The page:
Preferably, the transmission data managing block 102 checks the radio propagation environment(s) at the first radio frequency and/or the second radio frequency on the basis of one or a plurality of radio quality information signal(s) inputted from the decoding block 110a and/or the decoding block 110b; then, on the basis of the result of check, it assigns data read from the transmission data buffer 101 to the first mapping block 103a and/or the second mapping block 103b.

Also, preferably, the transmission data managing block 102 checks the radio propagation environment(s) at the first radio frequency and/or the second radio frequency on the basis of one or a plurality of ACK/NAK signal(s) inputted from the decoding block 110a and/or the decoding block 110b; then, on the basis of the result of check, it assigns data read from the transmission data buffer 101 to the first mapping block 103a and/or the second mapping block 103b.

Also, preferably, the transmission data managing block 102 checks the radio propagation environment(s) at the first radio frequency and/or the second radio frequency on the basis of both of the ACK/NAK signal(s) and the radio quality information signal(s) inputted from the decoding block 110a and/or the decoding block 110b; then, on the basis of the result of check, it assigns data read from the transmission data buffer 101 to the first mapping block 103a and/or the second mapping block 103b.

As to the assignment of data between the first mapping block 103a and the second mapping block 103b, the amount of data assigned to the first group or the amount of data assigned to the second group can be temporarily zero.

Also, for the sake of simplicity, the operation described herein assigns data read from the transmission data buffer 101 between the two mapping blocks 103a and 103b corresponding to different radio frequencies, but the read data may be assigned among three or more mapping blocks.

For example, in the configuration of the base station shown in FIG. 5, data read from the transmission data buffer 101 may be assigned to the first mapping block 103a, the second mapping block 103b, and another mapping block, in which case the first mapping block 103a, the second mapping block 103b, and that another mapping block may map the assigned data to physical channels on different radio frequencies.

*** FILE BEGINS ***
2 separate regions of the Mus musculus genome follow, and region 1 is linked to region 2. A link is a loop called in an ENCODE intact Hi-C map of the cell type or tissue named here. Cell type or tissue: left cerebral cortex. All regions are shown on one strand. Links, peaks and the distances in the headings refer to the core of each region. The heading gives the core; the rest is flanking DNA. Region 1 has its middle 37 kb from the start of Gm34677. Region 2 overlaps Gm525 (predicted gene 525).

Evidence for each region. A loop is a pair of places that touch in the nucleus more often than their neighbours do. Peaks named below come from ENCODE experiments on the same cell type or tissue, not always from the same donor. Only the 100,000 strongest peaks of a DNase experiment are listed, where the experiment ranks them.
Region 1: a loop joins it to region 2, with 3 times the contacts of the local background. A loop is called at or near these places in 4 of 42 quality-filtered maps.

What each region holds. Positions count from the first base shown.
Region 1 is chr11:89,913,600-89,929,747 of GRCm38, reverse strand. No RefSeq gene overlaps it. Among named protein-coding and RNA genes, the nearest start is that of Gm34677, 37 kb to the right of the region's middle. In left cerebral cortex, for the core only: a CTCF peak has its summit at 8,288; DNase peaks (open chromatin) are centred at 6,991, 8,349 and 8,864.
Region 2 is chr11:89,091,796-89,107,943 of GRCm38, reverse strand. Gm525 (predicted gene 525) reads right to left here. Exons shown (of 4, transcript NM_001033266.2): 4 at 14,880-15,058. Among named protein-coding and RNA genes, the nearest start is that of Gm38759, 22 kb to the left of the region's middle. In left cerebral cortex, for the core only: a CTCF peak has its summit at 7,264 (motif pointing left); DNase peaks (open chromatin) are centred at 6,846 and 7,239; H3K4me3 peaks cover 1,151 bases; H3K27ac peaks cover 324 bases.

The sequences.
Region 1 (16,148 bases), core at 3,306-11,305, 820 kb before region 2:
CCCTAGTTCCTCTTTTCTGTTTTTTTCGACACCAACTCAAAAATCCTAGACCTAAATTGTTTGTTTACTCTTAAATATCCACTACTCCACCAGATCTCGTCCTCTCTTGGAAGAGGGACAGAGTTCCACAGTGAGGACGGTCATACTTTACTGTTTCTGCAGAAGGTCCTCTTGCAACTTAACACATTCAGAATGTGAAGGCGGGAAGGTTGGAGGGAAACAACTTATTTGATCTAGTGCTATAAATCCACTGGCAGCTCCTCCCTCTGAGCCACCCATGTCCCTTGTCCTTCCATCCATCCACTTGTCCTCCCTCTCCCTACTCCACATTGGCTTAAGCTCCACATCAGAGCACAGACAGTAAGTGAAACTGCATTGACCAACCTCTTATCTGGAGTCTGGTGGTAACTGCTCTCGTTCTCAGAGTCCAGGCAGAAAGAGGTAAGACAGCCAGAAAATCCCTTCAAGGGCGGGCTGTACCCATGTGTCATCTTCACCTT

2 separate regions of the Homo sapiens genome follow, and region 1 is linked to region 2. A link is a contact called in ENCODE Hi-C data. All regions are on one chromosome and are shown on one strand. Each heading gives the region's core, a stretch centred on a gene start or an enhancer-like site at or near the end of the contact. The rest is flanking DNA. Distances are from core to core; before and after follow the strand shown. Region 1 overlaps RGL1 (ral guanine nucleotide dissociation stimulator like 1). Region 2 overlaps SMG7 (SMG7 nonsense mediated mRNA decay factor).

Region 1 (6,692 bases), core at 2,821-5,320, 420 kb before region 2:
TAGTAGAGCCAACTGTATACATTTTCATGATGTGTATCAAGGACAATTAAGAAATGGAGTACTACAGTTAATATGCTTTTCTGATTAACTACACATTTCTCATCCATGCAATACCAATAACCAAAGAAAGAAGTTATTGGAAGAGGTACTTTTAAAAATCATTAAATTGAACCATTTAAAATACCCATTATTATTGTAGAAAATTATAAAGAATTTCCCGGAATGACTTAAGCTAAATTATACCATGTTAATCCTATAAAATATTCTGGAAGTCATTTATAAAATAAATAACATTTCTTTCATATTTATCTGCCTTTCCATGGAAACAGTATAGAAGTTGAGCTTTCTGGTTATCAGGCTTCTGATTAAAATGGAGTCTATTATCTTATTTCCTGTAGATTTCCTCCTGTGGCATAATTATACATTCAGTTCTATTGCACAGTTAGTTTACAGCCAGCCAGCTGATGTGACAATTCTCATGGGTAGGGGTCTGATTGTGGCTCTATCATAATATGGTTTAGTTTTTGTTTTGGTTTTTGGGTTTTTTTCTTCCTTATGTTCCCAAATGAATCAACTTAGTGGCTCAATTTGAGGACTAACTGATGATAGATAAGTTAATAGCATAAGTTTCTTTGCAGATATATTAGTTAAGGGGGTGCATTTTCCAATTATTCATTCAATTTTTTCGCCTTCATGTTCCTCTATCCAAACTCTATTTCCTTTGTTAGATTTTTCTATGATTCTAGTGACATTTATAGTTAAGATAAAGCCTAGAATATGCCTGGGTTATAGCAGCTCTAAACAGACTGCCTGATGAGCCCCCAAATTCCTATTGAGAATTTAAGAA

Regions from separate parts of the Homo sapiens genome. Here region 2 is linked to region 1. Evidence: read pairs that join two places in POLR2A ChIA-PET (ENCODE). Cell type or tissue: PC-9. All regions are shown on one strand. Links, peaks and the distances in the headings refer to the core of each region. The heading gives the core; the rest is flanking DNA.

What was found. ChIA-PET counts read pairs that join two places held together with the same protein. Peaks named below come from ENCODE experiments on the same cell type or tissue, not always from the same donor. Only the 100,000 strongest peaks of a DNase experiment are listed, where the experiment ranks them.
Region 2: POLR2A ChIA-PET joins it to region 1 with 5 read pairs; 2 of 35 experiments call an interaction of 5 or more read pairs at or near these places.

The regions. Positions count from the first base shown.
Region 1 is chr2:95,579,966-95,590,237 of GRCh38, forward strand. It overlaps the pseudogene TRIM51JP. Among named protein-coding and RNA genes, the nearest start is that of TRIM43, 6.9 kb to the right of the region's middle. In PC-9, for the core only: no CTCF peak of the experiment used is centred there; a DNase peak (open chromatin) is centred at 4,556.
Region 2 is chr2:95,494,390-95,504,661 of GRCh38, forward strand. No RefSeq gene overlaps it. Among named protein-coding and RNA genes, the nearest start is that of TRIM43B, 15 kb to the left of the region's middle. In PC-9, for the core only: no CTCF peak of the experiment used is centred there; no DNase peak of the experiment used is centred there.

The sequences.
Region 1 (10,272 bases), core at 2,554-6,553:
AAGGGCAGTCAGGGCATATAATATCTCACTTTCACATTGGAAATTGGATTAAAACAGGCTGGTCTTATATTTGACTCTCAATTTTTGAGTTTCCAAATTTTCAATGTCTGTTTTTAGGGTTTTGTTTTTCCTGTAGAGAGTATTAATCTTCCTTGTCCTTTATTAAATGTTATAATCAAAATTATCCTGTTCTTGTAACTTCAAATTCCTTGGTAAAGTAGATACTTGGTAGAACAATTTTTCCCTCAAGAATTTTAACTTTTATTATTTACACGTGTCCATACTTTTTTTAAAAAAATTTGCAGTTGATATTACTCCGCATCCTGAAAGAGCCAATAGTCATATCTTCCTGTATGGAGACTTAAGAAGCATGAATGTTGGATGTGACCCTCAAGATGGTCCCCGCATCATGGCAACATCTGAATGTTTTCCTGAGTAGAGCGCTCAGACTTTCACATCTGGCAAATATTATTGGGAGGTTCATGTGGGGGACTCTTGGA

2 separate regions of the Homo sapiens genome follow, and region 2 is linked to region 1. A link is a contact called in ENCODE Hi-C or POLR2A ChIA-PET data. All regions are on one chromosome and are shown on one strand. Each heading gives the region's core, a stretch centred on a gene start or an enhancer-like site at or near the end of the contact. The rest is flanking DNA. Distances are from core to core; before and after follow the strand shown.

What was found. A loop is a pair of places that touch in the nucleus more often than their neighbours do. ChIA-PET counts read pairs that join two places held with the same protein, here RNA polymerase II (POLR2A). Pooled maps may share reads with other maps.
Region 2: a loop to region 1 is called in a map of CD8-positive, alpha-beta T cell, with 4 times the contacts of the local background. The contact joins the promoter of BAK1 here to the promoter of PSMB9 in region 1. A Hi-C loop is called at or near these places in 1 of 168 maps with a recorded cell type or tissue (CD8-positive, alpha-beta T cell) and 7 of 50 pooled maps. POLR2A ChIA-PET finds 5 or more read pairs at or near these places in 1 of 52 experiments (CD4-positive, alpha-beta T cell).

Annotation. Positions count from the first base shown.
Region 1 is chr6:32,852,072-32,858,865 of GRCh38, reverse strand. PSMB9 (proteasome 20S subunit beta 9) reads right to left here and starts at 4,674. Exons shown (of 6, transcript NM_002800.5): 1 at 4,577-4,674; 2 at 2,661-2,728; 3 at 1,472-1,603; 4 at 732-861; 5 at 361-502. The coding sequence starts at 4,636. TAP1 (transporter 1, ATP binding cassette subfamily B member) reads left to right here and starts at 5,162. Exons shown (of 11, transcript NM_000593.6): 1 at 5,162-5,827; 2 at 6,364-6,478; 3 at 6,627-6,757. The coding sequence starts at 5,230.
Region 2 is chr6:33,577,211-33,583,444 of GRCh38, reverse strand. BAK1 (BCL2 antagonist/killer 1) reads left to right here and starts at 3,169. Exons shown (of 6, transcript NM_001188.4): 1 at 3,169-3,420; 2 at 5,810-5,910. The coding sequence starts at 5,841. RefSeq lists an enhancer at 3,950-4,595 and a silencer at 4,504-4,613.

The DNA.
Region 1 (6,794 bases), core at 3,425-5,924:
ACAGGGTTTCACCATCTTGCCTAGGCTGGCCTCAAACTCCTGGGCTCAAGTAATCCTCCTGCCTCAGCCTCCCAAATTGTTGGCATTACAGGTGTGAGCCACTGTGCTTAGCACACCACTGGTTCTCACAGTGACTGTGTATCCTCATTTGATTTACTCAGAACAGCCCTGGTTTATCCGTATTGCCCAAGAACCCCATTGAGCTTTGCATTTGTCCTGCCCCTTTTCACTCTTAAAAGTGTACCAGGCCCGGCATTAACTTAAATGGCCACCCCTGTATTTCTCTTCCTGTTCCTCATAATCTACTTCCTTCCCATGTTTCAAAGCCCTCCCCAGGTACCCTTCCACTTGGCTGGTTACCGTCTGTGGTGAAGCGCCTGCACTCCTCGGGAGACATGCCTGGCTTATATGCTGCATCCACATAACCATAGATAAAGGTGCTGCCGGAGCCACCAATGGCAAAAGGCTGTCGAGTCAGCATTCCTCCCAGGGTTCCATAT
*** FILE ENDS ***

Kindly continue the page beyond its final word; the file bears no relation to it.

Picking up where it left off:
FIG. 7 is a diagram illustrating the details of the first mapping block 103a and the second mapping block 103b of the base station 1 shown in FIG. 5. In FIG. 7, the first mapping block 103a includes blocks from a CRC attachment block 301a to a re-arrangement block 308a for the first coding process mentioned earlier, and also includes a physical channel mapping block 309a for the mapping process mentioned earlier. Also, the second mapping block 103b includes blocks from a CRC attachment block 301b to a re-arrangement block 308b for the second coding process mentioned earlier, and also includes a physical channel mapping block 309b for the mapping process mentioned earlier. The first mapping block 103a and the second mapping block 103b can be configured as software.

The operations of the first mapping block 103a and the second mapping block 103b shown in FIG. 7 will be described. First, data to be transmitted to the mobile station 2 is stored in the transmission data buffer 101 of the base station 1. The transmission data managing block 102 reads the data stored in the transmission data buffer 101 on the basis of the order of priorities, and assigns the data between the first group and the second group.

For example, the transmission data managing block 102 preferentially reads data to be retransmitted from the transmission data buffer 101, and reads other data from the transmission data buffer 101 according to the order of transmission. The read data is assigned to the first group and the second group for each given transmission time interval.

Data assigned to the first group is mapped to one or a plurality of downlink shared physical channel(s) provided on the first radio frequency by the processing shown below, for example.

Data assigned to the first group is inputted to the CRC attachment block 301a as one or a plurality of data block(s) for each one transmission time interval. The CRC attachment block 301a attaches a given number (a fixed number or a variable number) of CRC parity bits (Cyclic Redundancy Check bits) to each inputted data block, and then outputs it to a bit scrambling block 203a described below. The CRC bits added in the CRC attachment block 301a are calculated, e.g. with a cyclic generator polynomial.